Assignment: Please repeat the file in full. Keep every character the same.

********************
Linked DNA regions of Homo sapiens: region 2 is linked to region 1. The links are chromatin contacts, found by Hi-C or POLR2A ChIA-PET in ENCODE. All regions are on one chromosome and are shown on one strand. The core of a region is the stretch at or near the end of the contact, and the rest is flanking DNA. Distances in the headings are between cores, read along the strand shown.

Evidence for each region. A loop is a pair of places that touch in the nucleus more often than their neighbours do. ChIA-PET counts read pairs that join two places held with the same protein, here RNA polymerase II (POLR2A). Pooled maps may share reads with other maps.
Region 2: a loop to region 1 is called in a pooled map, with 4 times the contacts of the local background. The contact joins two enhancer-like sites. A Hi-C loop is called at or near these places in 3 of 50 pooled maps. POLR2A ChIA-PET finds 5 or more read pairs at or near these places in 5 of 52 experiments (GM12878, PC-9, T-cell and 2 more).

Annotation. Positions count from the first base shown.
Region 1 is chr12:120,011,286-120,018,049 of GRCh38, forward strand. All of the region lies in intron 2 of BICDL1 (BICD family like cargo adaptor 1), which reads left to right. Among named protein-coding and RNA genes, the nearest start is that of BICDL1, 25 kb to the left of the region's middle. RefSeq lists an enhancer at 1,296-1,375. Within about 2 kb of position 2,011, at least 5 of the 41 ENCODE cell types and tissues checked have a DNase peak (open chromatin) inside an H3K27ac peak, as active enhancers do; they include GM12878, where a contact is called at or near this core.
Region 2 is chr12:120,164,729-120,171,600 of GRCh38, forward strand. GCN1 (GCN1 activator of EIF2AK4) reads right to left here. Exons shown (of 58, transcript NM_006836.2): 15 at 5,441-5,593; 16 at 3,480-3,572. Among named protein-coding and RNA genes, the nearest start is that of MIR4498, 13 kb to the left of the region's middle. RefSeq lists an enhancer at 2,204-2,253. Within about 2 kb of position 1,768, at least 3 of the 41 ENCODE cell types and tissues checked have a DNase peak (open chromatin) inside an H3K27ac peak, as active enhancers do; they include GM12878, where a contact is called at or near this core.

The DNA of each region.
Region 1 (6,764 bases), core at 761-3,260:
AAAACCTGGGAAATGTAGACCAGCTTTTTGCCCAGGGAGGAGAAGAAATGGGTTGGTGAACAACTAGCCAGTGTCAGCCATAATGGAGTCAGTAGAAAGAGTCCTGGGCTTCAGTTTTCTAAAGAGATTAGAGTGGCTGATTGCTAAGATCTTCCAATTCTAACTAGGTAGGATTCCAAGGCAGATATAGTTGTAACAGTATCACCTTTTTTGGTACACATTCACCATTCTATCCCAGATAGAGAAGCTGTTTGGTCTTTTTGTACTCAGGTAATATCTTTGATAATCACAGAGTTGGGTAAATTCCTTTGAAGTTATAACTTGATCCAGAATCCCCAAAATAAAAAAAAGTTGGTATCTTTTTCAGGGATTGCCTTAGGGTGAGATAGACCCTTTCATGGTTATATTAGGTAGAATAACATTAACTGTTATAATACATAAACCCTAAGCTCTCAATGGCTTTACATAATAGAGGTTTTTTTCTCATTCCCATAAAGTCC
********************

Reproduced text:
Linked DNA regions of Homo sapiens: region 2 is linked to region 1. The links are chromatin contacts, found by Hi-C or POLR2A ChIA-PET in ENCODE. All regions are on one chromosome and are shown on one strand. The core of a region is the stretch at or near the end of the contact, and the rest is flanking DNA. Distances in the headings are between cores, read along the strand shown.

Evidence for each region. A loop is a pair of places that touch in the nucleus more often than their neighbours do. ChIA-PET counts read pairs that join two places held with the same protein, here RNA polymerase II (POLR2A). Pooled maps may share reads with other maps.
Region 2: a loop to region 1 is called in a pooled map, with 4 times the contacts of the local background. The contact joins two enhancer-like sites. A Hi-C loop is called at or near these places in 3 of 50 pooled maps. POLR2A ChIA-PET finds 5 or more read pairs at or near these places in 5 of 52 experiments (GM12878, PC-9, T-cell and 2 more).

Annotation. Positions count from the first base shown.
Region 1 is chr12:120,011,286-120,018,049 of GRCh38, forward strand. All of the region lies in intron 2 of BICDL1 (BICD family like cargo adaptor 1), which reads left to right. Among named protein-coding and RNA genes, the nearest start is that of BICDL1, 25 kb to the left of the region's middle. RefSeq lists an enhancer at 1,296-1,375. Within about 2 kb of position 2,011, at least 5 of the 41 ENCODE cell types and tissues checked have a DNase peak (open chromatin) inside an H3K27ac peak, as active enhancers do; they include GM12878, where a contact is called at or near this core.
Region 2 is chr12:120,164,729-120,171,600 of GRCh38, forward strand. GCN1 (GCN1 activator of EIF2AK4) reads right to left here. Exons shown (of 58, transcript NM_006836.2): 15 at 5,441-5,593; 16 at 3,480-3,572. Among named protein-coding and RNA genes, the nearest start is that of MIR4498, 13 kb to the left of the region's middle. RefSeq lists an enhancer at 2,204-2,253. Within about 2 kb of position 1,768, at least 3 of the 41 ENCODE cell types and tissues checked have a DNase peak (open chromatin) inside an H3K27ac peak, as active enhancers do; they include GM12878, where a contact is called at or near this core.

The DNA of each region.
Region 1 (6,764 bases), core at 761-3,260:
AAAACCTGGGAAATGTAGACCAGCTTTTTGCCCAGGGAGGAGAAGAAATGGGTTGGTGAACAACTAGCCAGTGTCAGCCATAATGGAGTCAGTAGAAAGAGTCCTGGGCTTCAGTTTTCTAAAGAGATTAGAGTGGCTGATTGCTAAGATCTTCCAATTCTAACTAGGTAGGATTCCAAGGCAGATATAGTTGTAACAGTATCACCTTTTTTGGTACACATTCACCATTCTATCCCAGATAGAGAAGCTGTTTGGTCTTTTTGTACTCAGGTAATATCTTTGATAATCACAGAGTTGGGTAAATTCCTTTGAAGTTATAACTTGATCCAGAATCCCCAAAATAAAAAAAAGTTGGTATCTTTTTCAGGGATTGCCTTAGGGTGAGATAGACCCTTTCATGGTTATATTAGGTAGAATAACATTAACTGTTATAATACATAAACCCTAAGCTCTCAATGGCTTTACATAATAGAGGTTTTTTTCTCATTCCCATAAAGTCC